Adaptation Is Not a Bad Word, Body Confusion Is

As we move into spring, many of us run the risk of making fatal errors

As we move into spring, many of us run the risk of making fatal errors to our training for the remainder of the year, and of those errors program overhaul is one of them.

 

This is not saying however, changing things that do not work isn’t warranted, rather, when starting out, frequent changes in programs don’t allow for adaptation. The renowned scientist Hans Seyle is known for the concept “general adaptation syndrome” (GAS) which describes the three physiological stages the human body goes through while under stress. These include the alarm reaction stage, resistance stage, and exhaustion stage.

 

 

Adaptation Is Not a Bad Word, Body Confusion Is - Fitness, overtraining, rest and recovery, hypertrophy, muscle gain, muscle control, training plan, general adaptation syndrome, Hans Seyle

 

In an effort to create a sound training program, the American College of Sports Medicine along with the National Academy of Sports Medicine uses the guidelines of GAS as a means to create resistance programs for the general population to ascertain rep ranges, exercise choice, etc.

 

This is done in an effort to maximize muscle development. However, the work of Dr. Seyle is best suited to avoid overtraining research on GAS done by Samuel Buckner and others on potential misapplications to resistance training.

 

In order to understand the dilemma, Buckner did a review of Seyle’s original work and found that his work was a result of exposure to toxic levels of pharmacological agents and stimuli.

 

Furthermore, the everyday lifter may follow a periodization plan for muscle size and strength in which the athlete is subjected to constant stress outside of resistance training such as in sport and life. This amount of life stress and the like doesn’t account for how the athlete should adhere to a training program to maximize gains.

 

Resistance Training Versus Aerobic Training

Resistance training and aerobic training are different in their own respects, according to Knuttgen. Strength training performed under high intensity for greater than 20 reps isn’t feasible. Knuttgen explains that it takes a few weeks in order for one to physiologically adapt to this form of training.

 

However, aerobic training uses at most 20% of maximal power and thus is dependent on oxygen delivery and small organelles called mitochondria which supply energy to tissues. He further expresses that rep ranges are a more sensible conversation when referring to strength training, while time and heart rate are vastly more important in sports such as cycling.

 

This doesn’t mean you cannot talk about reps during aerobic training. However, it’s more useful to consider the time and type of cardio performed while allowing your body to become adapted to improve overall performance. As one advance in strength training, sets may decrease in favor of higher percentages of one’s 1RM being performed to an adjustable volume per week.

 

In my experience as a natural athlete, overtraining in Seyle’s definition isn’t typically reached by most general weekend warriors and focusing more on a consistent program is far more useful. In my professional recommendation, cardiovascular training should be challenging but not impossible.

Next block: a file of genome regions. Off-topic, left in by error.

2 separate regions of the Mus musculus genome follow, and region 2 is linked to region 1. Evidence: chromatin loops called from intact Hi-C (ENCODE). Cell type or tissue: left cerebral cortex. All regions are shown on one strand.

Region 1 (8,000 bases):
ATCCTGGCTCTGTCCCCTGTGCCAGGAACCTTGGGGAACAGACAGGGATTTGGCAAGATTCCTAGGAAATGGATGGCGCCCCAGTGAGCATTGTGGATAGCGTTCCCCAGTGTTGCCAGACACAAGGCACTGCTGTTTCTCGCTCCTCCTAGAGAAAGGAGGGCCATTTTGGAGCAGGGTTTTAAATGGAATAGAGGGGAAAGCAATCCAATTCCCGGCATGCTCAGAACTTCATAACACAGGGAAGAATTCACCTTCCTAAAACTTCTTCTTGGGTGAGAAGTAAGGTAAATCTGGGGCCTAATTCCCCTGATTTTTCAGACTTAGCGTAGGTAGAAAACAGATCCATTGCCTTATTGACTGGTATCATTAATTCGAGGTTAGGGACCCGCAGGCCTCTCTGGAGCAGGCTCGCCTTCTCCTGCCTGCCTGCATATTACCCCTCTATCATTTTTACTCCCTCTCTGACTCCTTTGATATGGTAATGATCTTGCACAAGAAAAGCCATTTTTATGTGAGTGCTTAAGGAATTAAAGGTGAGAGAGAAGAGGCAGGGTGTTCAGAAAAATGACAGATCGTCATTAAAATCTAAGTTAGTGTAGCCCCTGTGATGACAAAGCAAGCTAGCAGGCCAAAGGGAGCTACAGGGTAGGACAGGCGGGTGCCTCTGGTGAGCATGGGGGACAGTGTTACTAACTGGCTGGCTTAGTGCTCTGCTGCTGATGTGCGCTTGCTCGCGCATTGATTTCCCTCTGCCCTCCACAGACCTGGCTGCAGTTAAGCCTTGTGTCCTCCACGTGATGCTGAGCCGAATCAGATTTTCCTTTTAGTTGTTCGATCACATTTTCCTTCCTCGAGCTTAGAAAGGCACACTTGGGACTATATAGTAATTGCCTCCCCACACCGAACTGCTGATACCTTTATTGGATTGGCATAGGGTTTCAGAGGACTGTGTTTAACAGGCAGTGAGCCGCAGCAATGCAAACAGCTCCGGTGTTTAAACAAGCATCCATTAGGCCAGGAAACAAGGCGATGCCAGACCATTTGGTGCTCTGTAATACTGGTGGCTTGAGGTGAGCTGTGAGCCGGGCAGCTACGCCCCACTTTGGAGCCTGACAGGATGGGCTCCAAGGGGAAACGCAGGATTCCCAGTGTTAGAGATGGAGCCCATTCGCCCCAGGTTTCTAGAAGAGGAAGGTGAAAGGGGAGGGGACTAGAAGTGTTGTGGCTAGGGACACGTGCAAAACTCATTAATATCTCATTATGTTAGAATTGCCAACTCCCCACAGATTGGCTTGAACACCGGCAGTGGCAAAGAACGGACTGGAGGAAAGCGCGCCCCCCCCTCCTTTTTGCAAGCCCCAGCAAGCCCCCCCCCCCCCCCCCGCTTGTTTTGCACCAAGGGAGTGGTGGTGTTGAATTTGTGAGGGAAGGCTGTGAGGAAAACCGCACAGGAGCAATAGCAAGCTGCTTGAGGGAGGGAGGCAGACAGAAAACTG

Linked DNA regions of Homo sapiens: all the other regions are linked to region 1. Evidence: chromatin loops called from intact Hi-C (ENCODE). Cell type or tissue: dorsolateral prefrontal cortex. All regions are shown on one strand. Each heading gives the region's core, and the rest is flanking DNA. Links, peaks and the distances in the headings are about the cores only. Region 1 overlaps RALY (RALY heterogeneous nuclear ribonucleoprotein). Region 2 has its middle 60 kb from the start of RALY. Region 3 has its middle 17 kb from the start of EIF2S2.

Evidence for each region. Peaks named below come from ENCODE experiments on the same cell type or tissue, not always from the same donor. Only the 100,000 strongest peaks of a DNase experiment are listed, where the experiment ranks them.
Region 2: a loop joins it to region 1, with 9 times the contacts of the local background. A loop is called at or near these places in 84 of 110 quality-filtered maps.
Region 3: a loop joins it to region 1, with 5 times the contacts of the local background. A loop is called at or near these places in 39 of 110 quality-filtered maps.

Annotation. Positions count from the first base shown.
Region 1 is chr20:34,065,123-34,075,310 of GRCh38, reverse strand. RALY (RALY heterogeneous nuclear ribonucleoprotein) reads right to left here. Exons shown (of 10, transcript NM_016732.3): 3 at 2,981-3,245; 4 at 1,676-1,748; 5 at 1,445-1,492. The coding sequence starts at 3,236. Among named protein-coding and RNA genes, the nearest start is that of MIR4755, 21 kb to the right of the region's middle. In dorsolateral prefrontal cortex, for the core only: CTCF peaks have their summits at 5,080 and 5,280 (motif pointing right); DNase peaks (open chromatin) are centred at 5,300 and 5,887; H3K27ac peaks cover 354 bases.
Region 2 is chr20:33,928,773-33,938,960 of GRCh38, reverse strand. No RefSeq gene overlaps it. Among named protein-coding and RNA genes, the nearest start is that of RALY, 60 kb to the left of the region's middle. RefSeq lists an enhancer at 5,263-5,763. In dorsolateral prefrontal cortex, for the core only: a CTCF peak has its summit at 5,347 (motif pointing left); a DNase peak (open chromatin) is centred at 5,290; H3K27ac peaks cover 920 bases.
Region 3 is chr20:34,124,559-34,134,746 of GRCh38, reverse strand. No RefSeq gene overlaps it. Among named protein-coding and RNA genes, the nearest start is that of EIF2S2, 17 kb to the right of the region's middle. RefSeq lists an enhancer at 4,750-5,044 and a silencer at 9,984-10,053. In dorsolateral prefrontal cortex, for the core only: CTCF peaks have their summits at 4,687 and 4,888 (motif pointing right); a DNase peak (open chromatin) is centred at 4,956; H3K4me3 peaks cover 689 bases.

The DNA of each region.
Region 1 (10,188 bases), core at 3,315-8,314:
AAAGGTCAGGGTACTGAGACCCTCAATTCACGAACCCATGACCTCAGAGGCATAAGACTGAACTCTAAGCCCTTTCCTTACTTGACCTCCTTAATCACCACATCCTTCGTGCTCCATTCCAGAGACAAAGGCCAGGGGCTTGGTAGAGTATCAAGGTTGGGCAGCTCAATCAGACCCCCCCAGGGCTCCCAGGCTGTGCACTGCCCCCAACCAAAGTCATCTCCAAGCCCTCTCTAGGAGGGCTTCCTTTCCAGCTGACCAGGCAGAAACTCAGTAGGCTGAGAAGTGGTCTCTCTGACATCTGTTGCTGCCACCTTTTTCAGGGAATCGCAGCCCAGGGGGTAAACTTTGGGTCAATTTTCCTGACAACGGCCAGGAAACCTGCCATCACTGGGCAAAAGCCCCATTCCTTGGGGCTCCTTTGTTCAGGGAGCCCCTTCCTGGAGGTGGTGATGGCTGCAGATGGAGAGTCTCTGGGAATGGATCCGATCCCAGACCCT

Stairmaster, kickboxing, Taibo, sled pushes, battle ropes, or jump rope are some examples that help support healthy joints. Otherwise, the world is your oyster with stationary bikes, Zumba, etc. However, choose two types of cardio per week and strive for the maximum time while increasing tolerance every week. Do not begin to frequently change cardio because this along with changing strength training can become a daunting task.

 

My clients often have three types of cardio to complete. Most get two types done but rarely all three—and that’s alright. It’s better to increase one’s time running than worry about how many mountain climbers one completes in a minute.

 

Strength training, as of late, has become an atrocity on social media. It seems that everyone has the latest and greatest workout plan. Some swear by having the exact exercises needed to reach your goals.

 

However, exercise encyclopedias do not improve your performance. They may educate you on different movements encourage you to keep an open mind, however, the main exercises are universal.

 

These exercises include, but are not limited to: push up, pull up, dip, squat, deadlift, hip extension-based, knee flexion, knee extension, plank, overhead press/shoulder press, row, bench/dumbbell press, and mainly patience.

 

Don’t Make It Complicated

Confusing your body with stability ball renegade rows or jump squats on a half Bosu ball is a recipe for disaster, injury, and an award recognition on YouTube. In the words of Bruce Lee, keep it simple. Track your progress weekly and aim to keep eating and training as regularly as possible. For example, eat four meals a day and train each body part differently each day.

 

It’s important to leave your ego at the door and actively pursue function and strength not muscle confusion and gimmicky techniques that promise to help you reach your goals quickly. My parents would always tell me “what comes fast goes fast.“

 

For the advanced lifters, don’t skip the gym and don’t fix what isn’t broken. Form creep may happen on certain movements, indicating tightness and mobility concerns, however, don’t seek to change your program every week.

 

Instead, replace an exercise or two with something different. This will provide overall well-being. Operate for success while keeping in mind failure happens—and consistency is key.